Texas Revolution
War between Texas settlers and Mexico from 1835-1836 resulting in the formation of the Republic of Texas
Republic of Texas
Created March, 1836 but not recognized until the next month after the battle of San Jacinto. Its second president attempted to establish a sound government and develop relations with England and France. However, rapidly rising public debt, internal conflicts and renewed threats from Mexico led Texas to join the U.S. in 1845.
A Spanish mission converted into a fort, it was besieged by Mexican troops in 1836. The Texas garrison held out for thirteen days, but in the final battle, all of the Texans were killed by the larger Mexican force.
Mormon Trek
Mormons, led by Joseph Smith and later Brigham Young, sought a community and moved to Utah to establish Salt Lake City. New York to Utah
Manifest Destiny
A notion held by a nineteenth-century Americans that the United States was destined to rule the continent, from the Atlantic the Pacific.
Mexican-American War
(1846-1848) The war between the United States and Mexico in which the United States acquired one half of the Mexican territory.
Treaty of Guadalupe Hidalgo
(1848) treaty signed by the U.S. and Mexico that officially ended the Mexican-American War; Mexico had to give up much of its northern territory to the U.S (Mexican Cession); in exchange the U.S. gave Mexico $15 million and said that Mexicans living in the lands of the Mexican Cession would be protected
1828: First in US created. 1833: New York prohibited railroads from carrying freight in order to protect investment in Erie Canal. Early: dangerous because sparks, feeble brakes, differences in gauge meant many changes for passengers. 1859: Pullman “sleeping palace” was introduced.
Industrial Revolution
The first Industrial Revolution, which began in the 18th century, merged into the Second Industrial Revolution around 1850, when technological and economic progress gained momentum with the development of steam-powered ships, railways, and later in the 19th century with the internal combustion engine and electrical technology
Mass Immigration
Period between 1865 and 1920 where nearly 30 million immigrants come to the United States.
The Working Class
From 1800-1850 little improvement was made for working class citizens (conditions remained poor). A group led by Ned Ludd, the Luddites, destroyed the machines that they believed were replacing them.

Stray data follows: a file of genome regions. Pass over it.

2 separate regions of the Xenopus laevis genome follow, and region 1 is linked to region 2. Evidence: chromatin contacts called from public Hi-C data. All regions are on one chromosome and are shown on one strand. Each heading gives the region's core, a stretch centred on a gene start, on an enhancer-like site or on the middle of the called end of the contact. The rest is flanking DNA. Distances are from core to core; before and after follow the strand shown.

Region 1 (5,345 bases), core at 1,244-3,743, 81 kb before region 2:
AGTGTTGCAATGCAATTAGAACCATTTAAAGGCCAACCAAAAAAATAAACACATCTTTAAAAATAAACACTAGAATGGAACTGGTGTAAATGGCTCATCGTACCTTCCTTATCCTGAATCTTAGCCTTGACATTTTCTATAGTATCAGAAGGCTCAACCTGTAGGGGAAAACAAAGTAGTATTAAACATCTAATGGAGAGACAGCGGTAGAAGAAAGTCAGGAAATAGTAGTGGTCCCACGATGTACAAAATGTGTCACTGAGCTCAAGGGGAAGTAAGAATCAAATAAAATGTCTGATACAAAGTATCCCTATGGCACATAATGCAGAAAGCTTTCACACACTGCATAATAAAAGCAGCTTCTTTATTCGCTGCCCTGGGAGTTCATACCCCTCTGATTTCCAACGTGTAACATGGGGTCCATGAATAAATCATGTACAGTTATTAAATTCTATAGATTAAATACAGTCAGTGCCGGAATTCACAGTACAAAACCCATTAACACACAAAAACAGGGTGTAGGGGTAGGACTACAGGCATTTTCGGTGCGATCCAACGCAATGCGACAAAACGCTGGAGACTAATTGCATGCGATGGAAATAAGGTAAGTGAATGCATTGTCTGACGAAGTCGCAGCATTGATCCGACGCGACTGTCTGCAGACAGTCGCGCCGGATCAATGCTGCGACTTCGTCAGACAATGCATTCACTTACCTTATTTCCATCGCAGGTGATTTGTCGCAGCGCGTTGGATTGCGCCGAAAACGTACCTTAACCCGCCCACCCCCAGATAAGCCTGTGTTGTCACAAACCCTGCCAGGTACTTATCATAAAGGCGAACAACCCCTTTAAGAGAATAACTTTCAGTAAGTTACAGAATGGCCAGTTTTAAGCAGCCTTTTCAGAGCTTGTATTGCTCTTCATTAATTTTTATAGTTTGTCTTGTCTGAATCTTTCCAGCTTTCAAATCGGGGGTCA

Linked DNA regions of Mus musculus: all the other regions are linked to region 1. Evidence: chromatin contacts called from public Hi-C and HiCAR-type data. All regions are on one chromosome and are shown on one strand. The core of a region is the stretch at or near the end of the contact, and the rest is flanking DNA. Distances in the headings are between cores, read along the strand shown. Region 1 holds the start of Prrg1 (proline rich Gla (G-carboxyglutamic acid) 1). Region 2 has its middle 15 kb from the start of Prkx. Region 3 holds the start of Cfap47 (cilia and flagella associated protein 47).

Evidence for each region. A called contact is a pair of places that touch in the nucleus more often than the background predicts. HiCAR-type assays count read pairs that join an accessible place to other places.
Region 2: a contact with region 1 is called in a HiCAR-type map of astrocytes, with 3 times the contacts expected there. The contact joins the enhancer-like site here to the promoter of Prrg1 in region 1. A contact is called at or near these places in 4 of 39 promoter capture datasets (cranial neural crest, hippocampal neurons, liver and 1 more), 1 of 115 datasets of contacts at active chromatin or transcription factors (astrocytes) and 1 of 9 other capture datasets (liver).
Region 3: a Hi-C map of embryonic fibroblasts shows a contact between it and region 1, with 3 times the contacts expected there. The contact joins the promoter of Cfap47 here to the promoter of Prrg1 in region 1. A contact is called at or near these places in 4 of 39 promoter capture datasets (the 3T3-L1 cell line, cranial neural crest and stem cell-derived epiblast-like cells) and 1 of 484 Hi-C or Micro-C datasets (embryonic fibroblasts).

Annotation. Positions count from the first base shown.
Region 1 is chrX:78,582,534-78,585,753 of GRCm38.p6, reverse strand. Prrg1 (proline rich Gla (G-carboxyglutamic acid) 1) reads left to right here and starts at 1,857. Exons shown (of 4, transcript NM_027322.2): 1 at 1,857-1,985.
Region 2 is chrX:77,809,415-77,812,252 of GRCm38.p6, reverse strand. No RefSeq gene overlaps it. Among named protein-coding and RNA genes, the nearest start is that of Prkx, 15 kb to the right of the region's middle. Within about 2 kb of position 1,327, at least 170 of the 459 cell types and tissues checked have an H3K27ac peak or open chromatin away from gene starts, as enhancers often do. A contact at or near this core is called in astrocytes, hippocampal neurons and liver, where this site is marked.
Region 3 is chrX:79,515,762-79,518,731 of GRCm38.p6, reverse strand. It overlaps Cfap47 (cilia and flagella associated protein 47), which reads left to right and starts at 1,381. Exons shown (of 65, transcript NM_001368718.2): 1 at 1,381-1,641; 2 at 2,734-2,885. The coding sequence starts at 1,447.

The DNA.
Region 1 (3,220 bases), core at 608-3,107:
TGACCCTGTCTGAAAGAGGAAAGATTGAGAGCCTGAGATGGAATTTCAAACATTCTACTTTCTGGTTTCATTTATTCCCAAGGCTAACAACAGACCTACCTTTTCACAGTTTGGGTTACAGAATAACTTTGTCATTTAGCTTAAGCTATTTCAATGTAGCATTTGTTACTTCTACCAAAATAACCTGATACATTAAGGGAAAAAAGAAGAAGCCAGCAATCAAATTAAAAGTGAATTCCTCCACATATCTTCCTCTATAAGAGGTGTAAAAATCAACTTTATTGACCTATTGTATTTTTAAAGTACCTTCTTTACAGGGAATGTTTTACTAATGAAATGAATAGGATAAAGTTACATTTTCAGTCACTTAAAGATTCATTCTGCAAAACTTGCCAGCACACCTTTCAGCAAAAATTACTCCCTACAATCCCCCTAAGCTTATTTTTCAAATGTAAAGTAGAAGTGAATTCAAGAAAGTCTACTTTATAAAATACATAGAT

Wilmot Proviso
(1846) bill proposed by congressman, David Wimot, to forbit slavery in any new territories from Mexico
Popular Sovereignty
Authority of the people
Free-soil Party
A political party formed in 1848 from a merger between the northern Democratic Party, abolitionist Liberty Party and Antislavery Party. It supported abolition and nominated Martin Van Buren has their candidate for president
Compromise of 1850
(1) California admitted as free state, (2) territorial status and popular sovereignty of Utah and New Mexico, (3) resolution of Texas-New Mexico boundaries, (4) federal assumption of Texas debt, (5) slave trade abolished in DC, and (6) new fugitive slave law; advocated by Henry Clay and Stephen A. Douglas
Fugitive Slave Law
1793 law providing for federal and state judges and local officials to facilitate the return of escaped slaves. ended 1850
Kansas-Nebraska Act
1854 – Created Nebraska and Kansas as states and gave the people in those territories the right to chose to be a free or slave state through popular sovereignty.
Rivals of the Federalists who believed in a smaller government based on state rights. Their rivalry sparked tensions with Federalists, creating a political party system.
Ostend Manifesto
a declaration (1854) issued from Ostend, Belgium, by the U.S. ministers to England, France, and Spain, stating that the U.S. would be justified in seizing Cuba if Spain did not sell it to the U.S.
An anti-foreign feeling that arose in the 1840’s and 1850’s in response to the influx of Irish and German Catholics.
Know-Nothing Party
A party which pushed for political action against these newcomers. They displayed the feelings of America regarding newcomers that were different and therefore, the double standard of the country.
Harriet Beecher Stowe and Uncle Tom’s Cabin
(1811-1896) American author and daughter of Lyman Beecher, she was an abolitionist and author of the famous antislavery novel, Uncle Tom’s Cabin.
Dred Scott Case
1857 Supreme court case that developed the fact that slaves were property not persons entitled to constitutional rights. It was the second Supreme Court decision to declare a law unconstitutional- Missouri Compromise
Lecompton Constitution
Pro-slave constitution that got voted in for Kansas after anti-slavery people boycotted the election
John Brown
Abolitionist who was hanged after leading an unsuccessful raid at Harper’s Ferry, Virginia (1800-1858)
Election of 1860
Lincoln, the Republican candidate, won because the Democratic party was split over slavery. As a result, the South no longer felt like it has a voice in politics and a number of states seceded from the Union.